As the term “gunwale bobbing” was only introduced to me last spring, I would not find it hard to believe that the majority of active outdoor kids, teens and those in their twenties have also never been introduce to this fun canoe activity. Writer Virginia Marshall however, finds it unbelievable that our generation is missing out on the fun. I learned that gunwale bobbing started its downward popularity spiral during the late 90’s and is no longer a traditional game played at summer camps and in school programs across Canada. This articles theme is that this generation has more boring and inactive kids than previous generations due to over protective parents. Virginia Marshall believes the young risk takers of Canada are down to a select few.
I rated this article three stars as it is fairly informative. I learned that there are existing activist groups such as the 62-member National Gunwale Bobbing Association (NGBA) that formed to spread the word about gunwale bobbing at community pools and waterfront parks, as well as street corners. They even hold a “Save Gunwale Bobbing” on-water event to raise awareness on the game. The article introduced me to a few variations of Gunwale Bobbing. In Gunwale Races one person stands on the stern and bobs up and down going forward until the finish. Bob-offs are when two players are on either ends of the canoe performing alternate squats. The goal is to force your opponent to swim. Finally, Volley-Bob is a game in which all canoes bob at an equal vigor to see who can withstand the longest.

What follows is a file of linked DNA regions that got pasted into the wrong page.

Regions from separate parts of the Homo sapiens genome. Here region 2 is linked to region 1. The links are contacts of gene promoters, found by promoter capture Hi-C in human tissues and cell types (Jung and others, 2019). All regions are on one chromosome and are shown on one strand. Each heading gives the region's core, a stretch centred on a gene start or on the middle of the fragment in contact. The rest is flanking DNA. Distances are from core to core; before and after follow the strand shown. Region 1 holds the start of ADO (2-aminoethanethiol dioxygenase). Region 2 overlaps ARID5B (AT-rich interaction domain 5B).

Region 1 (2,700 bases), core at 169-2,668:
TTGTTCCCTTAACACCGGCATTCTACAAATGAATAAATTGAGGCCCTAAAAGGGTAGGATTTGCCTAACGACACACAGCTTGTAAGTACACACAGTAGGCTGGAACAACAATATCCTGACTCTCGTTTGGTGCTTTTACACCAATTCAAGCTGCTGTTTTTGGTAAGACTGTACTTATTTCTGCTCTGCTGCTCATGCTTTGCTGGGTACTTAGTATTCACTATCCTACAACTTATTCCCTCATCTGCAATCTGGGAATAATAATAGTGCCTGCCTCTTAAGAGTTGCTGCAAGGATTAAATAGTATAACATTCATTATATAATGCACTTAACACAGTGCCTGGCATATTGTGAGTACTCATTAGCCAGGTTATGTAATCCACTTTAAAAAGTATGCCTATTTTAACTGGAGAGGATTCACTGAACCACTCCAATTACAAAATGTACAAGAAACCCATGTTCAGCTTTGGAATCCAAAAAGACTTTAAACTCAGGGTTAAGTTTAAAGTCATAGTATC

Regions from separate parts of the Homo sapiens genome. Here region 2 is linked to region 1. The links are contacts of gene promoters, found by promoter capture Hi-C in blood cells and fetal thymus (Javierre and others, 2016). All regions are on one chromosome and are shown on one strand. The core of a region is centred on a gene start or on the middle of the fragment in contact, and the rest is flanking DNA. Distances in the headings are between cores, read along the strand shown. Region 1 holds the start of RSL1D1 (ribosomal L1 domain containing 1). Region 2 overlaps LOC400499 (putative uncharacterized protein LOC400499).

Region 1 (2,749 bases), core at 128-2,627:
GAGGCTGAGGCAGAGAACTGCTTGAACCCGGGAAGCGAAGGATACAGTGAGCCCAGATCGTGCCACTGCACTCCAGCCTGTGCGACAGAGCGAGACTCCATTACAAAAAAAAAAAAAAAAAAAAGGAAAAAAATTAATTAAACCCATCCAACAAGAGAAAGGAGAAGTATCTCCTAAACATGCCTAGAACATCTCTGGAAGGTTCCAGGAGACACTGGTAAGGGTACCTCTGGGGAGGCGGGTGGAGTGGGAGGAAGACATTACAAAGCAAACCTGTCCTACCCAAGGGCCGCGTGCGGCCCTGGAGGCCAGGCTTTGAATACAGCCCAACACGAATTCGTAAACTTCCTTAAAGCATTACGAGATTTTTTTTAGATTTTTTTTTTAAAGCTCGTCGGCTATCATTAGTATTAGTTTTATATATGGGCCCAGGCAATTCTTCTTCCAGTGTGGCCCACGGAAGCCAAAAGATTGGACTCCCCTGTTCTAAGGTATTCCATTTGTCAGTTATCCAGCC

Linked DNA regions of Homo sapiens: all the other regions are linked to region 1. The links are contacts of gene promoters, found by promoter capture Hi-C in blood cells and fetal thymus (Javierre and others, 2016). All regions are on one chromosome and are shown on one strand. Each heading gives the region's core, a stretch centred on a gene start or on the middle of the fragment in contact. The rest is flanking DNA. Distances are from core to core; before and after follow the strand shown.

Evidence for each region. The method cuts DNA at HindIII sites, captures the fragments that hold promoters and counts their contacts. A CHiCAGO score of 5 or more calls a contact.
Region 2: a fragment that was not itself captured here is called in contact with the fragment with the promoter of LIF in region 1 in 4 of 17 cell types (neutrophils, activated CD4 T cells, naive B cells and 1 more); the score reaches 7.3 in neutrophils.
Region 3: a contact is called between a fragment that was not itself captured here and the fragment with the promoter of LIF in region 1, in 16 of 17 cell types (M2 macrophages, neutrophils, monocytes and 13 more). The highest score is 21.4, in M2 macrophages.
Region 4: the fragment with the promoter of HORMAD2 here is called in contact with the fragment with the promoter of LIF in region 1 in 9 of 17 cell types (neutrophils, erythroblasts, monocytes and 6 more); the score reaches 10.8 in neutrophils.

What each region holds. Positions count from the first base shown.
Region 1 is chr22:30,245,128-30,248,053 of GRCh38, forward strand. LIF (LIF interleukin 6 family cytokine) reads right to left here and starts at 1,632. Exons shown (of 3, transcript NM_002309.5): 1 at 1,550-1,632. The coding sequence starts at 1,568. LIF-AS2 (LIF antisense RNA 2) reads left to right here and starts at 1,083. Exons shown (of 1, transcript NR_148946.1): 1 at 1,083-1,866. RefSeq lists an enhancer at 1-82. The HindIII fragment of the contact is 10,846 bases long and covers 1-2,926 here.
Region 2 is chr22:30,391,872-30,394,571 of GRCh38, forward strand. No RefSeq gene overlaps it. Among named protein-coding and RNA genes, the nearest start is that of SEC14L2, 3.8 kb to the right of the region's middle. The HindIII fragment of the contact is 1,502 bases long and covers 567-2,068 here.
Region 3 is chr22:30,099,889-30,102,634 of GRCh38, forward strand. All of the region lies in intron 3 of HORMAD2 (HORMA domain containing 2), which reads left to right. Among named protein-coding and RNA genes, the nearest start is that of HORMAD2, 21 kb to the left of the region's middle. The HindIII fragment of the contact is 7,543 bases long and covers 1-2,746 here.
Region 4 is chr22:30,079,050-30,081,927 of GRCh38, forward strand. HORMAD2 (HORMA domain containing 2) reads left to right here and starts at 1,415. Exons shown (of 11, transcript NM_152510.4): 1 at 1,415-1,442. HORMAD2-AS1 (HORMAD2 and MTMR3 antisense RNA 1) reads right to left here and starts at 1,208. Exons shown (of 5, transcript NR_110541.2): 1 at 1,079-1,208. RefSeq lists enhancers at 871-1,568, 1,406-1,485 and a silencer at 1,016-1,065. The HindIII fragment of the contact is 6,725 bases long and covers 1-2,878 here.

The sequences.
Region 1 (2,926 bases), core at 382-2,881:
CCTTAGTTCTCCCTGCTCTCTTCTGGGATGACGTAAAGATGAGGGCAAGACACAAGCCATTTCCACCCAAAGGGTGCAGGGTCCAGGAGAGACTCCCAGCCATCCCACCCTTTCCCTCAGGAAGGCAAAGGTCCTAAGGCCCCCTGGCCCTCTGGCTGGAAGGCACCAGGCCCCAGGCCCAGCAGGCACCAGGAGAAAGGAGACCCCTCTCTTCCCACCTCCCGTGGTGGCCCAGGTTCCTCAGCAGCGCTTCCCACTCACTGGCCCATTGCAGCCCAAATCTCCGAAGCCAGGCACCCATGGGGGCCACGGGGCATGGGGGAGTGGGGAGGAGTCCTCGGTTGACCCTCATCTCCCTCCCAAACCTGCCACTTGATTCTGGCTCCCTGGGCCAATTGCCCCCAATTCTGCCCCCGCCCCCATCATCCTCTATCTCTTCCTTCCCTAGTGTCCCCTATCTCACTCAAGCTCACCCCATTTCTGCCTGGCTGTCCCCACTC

I recommend that Outdoor Ed students read this article to inform themselves on gunwale bobbing if they have not already tried it. As active Outdoor Ed students we should continue to spread the word about gunwale bobbing to keep gunwale games alive for more generations to come.
Marshall, Virginia. "Going, Going… Act Now To Save Gunwale Bobbing Before It’s Gone." Page 36-37. Canoeroots - Spring 2011. N.p., 2011. Web. 15 Oct. 2012. <http://content.yudu.com/A1qut5/crspring11/resources/36.htm>.